A New York Times story from this April states that the suburbs of NYC, Chicago, Boston, and DC have seen a large decline in the number of 25- to 44-year olds, and that people in that age range are either staying in the city longer and not moving to the burbs or moving to the city from the burbs.

    http://www.nytimes.com/2014/04/17/nyregion/suburbs-try-to-hold-onto-young-adults-as-exodus-to-cities-appears-to-grow.html?_r=0

    And this story from January says that more young people are moving to Minneapolis-St.Paul while the Twin Cities suburbs are getting older and older.

    http://www.startribune.com/local/minneapolis/238734151.html

  5. SFScott says:

    I suppose “Milwaukee is a Great Lakes Star” makes everyone puff out their chests a little more than “Based on Recent Estimates of Growth Over a Short Period of Time (Which We Should Always Treat with Caution), Milwaukee’s Population Has Grown Faster Than Other Cities.”

  6. JonMann says:

    The city’s Latino population grew from about 40k to 100k from 1990 to 2010. Most off that growth now is from natural increase. Without these first gen immigrants, and now second gen Americans, the city would have continued its pop decline.

  7. Damien says:

    Census estimates that I have show the City of Milwaukee has even started growing again. However, the percentage increase is very small. Milwaukee is a large city with many different neighborhoods and I have not seen the population estimates broken down by different geographic sections of the city. Without having any data it would seem to me that the parts of the city within a mile or two of Lake Michigan are where all of the growth is at and that the population in the middle of the city may even be declining based on stories I’ve heard about increases in foreclosures. I’d be interested to see the percent increase of population of the parts of the city by the lake (East Side, Downtown, Third Ward and Bayview) compared to other fast growing cities in the metro area and throughout the state.

  8. Will Sebern says:

    Population growth is happening in neighborhoods other than those near the Lake. The combined populations of Silver City, Burnham Park and Layton Park on Milwaukee’s South Side grew 26.8% from 2000 (16,730) to 2010 (21,218).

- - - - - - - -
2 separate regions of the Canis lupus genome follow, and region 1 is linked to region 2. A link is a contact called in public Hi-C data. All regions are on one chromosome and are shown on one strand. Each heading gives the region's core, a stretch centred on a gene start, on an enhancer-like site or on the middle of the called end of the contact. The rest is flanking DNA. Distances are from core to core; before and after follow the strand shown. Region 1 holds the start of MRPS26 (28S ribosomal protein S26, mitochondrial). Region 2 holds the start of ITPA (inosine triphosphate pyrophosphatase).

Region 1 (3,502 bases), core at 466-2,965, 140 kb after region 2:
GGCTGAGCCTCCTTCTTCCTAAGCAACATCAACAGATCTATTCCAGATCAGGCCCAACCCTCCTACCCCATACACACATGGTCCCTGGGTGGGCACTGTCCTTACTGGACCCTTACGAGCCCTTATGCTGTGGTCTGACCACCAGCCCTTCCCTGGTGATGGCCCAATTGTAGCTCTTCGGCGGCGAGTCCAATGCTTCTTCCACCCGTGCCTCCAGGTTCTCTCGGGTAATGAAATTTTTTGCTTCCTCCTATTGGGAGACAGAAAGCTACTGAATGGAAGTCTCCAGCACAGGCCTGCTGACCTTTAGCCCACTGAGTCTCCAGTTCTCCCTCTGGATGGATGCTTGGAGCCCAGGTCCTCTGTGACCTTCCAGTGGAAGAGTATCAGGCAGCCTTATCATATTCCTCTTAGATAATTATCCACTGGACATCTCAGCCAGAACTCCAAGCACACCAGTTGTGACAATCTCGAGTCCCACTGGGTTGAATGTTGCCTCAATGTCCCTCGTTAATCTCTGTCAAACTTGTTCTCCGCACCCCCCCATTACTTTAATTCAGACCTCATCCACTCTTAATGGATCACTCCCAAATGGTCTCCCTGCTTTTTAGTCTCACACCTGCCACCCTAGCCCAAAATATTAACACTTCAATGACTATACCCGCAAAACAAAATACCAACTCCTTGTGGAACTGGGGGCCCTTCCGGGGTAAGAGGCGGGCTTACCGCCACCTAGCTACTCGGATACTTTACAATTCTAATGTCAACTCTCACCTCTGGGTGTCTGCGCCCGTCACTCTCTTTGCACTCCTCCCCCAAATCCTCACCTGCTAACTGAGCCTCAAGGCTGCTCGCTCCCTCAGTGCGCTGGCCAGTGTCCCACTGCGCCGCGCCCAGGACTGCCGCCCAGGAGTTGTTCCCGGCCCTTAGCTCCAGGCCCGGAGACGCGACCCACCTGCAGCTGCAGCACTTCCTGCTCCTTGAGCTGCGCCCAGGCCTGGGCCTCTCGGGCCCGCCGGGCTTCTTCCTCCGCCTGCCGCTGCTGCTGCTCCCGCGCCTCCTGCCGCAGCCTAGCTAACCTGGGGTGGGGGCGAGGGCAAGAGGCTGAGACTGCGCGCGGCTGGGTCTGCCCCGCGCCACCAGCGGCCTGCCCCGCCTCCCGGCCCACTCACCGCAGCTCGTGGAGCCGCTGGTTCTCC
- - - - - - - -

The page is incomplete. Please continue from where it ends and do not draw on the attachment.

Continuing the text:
9. Matt says:

    This is also anecdotal, but I recently moved back to the east side after many years in NYC, and I know of several people who have moved (or are thinking about moving) to Milwaukee from Chicago and we all had a similar reason: we wanted to live in an urban environment with all of the benefits of that, but we wanted a lower cost of living. I’m not a suburb guy and multiple bars/restaurants/stores within walking distance is non-negotiable to me. I find driving everywhere wholly depressing and a complete waste of time, and Milwaukee (at least as far as the string of neighborhoods along the lake from Shorewood to Bay View) provides just about everything you could want for that. I understand that for something as significant as population growth people like me aren’t going to particularly move the needle, but still, in my little world, the trend of urban living (even for those with kids) is what everyone is doing. In NYC, the people I know think the suburbs consist of the Upper West Side/Morningside Heights or Park Slope and you couldn’t force them to LI or Westchester at gunpoint, while the farthest out in Milwaukee that people I know are willing to go is Tosa, and the development of the village and along E. North Ave I think is an indication of urban sensibilities combined with a desire for a bit more space. Milwaukee has a lot going for it in urban growth, and the opportunity to make great strides in the coming years. I hope the trends toward this growth that have happened over the last decade continue.

  10. Stevemanowicz says:

    It looks like Green Bay may be the brightest of the dim Great Lakes stars, with an estimated population growth of 1.6 % between 2010 and 2013. Still, thanks for an eye-opening posting, Bruce. And let’s hear it for the western shore of Lake Michigan.